What is happening now is that there is jostling for positions below the presidency of ZANU PF.


The Chairmanship is a plum position within the party, because it wields enormous power over party cadres in Zimbabwe's ruling party.


Most of this is of Mugabe's own making. The man has played tribal politics from word go. The late Joshua Nkomo is also on record as saying that, when Mugabe and his friends broke away from ZAPU to form ZANU way before independence, Mugabe, who was then Secretary for Information and Publicity for Joshua Nkomo, wrote to members telling them that they had to get rid of "ZimuNdebele", meaning Joshua Nkomo, who was president of ZAPU.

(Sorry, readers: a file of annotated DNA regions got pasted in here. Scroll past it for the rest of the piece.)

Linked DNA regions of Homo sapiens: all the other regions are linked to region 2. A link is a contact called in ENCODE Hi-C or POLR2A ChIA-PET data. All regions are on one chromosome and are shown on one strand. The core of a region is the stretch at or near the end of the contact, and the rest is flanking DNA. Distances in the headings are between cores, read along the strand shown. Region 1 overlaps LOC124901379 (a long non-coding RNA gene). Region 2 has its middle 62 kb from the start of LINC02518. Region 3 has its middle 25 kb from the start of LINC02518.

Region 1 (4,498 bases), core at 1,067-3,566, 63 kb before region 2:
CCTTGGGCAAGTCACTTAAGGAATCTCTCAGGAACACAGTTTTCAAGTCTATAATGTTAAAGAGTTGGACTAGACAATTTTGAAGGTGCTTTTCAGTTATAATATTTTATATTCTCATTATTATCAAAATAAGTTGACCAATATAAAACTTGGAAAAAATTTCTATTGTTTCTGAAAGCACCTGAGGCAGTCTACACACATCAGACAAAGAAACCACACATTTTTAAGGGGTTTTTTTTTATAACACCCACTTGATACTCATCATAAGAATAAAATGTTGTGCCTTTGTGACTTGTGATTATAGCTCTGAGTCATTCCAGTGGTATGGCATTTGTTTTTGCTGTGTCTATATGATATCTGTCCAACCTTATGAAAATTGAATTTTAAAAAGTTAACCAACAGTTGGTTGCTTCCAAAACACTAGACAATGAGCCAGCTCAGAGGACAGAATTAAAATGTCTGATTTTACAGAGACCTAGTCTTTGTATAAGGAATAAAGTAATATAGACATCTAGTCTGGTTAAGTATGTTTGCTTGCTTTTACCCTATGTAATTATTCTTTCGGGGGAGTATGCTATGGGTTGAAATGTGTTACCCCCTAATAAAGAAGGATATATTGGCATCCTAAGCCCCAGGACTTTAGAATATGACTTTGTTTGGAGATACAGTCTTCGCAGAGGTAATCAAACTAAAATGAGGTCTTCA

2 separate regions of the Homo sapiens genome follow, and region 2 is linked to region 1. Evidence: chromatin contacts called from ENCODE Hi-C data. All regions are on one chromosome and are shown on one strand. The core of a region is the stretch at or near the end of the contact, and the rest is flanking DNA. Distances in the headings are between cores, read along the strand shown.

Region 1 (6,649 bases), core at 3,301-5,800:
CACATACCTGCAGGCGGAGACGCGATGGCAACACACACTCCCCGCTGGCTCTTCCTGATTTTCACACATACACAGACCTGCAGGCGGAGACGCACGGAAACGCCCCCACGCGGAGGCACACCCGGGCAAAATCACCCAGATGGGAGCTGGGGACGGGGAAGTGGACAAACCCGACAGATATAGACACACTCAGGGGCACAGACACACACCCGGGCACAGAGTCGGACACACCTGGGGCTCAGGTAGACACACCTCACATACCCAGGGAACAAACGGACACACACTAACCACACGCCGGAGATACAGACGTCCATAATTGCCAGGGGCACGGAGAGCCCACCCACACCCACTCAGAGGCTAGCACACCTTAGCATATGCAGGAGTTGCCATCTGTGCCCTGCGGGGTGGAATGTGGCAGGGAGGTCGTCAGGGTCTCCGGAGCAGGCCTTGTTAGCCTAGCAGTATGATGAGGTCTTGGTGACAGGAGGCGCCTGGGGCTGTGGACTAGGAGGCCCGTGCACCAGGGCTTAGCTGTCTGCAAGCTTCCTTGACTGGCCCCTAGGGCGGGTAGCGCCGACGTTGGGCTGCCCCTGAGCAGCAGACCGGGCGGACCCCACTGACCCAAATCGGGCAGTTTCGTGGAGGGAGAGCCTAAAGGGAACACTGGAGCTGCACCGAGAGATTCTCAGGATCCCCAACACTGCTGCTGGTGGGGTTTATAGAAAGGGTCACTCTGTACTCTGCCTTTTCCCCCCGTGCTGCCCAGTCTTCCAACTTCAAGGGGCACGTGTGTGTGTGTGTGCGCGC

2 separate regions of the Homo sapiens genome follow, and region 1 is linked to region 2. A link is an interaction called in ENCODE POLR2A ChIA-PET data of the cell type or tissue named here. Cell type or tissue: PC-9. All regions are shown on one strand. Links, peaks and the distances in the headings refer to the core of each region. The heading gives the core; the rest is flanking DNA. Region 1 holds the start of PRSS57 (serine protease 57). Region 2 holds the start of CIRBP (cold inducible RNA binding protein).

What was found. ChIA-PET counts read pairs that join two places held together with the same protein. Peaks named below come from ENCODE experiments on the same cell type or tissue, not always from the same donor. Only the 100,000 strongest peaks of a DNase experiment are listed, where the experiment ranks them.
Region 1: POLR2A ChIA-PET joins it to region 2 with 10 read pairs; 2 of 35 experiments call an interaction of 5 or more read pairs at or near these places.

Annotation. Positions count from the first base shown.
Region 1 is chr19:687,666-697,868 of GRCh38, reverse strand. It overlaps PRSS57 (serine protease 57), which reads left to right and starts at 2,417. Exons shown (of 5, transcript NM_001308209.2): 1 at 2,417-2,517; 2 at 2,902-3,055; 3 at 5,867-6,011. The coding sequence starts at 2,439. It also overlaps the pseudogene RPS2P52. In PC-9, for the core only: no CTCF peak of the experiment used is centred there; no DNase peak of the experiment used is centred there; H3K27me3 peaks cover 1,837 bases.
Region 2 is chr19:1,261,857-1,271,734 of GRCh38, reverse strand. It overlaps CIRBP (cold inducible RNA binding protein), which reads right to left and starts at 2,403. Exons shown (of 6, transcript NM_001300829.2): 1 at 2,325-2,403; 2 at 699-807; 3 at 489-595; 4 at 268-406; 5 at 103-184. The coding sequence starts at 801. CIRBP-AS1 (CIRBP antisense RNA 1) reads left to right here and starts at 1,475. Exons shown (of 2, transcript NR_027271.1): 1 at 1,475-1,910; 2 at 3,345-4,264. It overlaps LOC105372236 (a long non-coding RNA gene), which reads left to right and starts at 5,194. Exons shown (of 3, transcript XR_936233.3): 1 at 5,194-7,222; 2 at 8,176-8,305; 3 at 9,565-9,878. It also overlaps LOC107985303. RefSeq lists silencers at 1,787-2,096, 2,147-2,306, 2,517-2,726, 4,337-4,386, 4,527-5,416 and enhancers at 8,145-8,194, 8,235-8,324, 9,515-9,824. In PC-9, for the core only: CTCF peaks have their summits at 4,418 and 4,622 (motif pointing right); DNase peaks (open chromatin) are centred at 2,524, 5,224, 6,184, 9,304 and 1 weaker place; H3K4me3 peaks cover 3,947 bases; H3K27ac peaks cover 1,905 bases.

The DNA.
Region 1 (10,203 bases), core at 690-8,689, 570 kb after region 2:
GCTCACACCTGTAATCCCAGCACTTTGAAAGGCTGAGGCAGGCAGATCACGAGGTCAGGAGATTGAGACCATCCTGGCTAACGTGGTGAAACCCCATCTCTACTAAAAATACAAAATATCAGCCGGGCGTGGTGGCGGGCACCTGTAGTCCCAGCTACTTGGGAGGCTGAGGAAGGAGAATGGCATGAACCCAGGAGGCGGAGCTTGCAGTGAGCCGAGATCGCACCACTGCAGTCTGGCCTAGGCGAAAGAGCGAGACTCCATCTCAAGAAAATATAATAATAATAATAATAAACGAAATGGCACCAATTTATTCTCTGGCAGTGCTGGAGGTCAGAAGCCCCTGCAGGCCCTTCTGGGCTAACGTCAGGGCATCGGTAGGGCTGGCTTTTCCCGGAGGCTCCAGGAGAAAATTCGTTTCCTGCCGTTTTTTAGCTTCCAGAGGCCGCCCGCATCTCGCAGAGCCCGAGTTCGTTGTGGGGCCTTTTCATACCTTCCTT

When he eventually took over the leadership of ZANU PF, tribal politics also took centre stage and there was infighting (some of it fatal) in the ZANU leadership as a result.


As Prime Minister and then as President, Mugabe has also played up tribal politics, making appointments into his cabinet on the basis of trying to achieve "tribal balance" rather than competency.


So, Mugabe bred this animal and now it is causing havoc in his political garden.


Mutasa and Chinamasa are absolutely bent on ensuring that there is someone from Manicaland at the top of the party. Mnangagwa's virtual seal of approval from Mugabe means that they now know there is no one from Manicaland who will be the next president of ZANU PF or Zimbabwe, for that matter (from within ZANU PF). Hence the ferocity of the fight for lesser but prominent positions.


This also explains why Mutasa has defied Mugabe and the politburo of ZANU PF and says he is not in a hurry to have a new Chairman for ZANU PF's Manicaland Province. He is, basically, sulking. And re-strategising.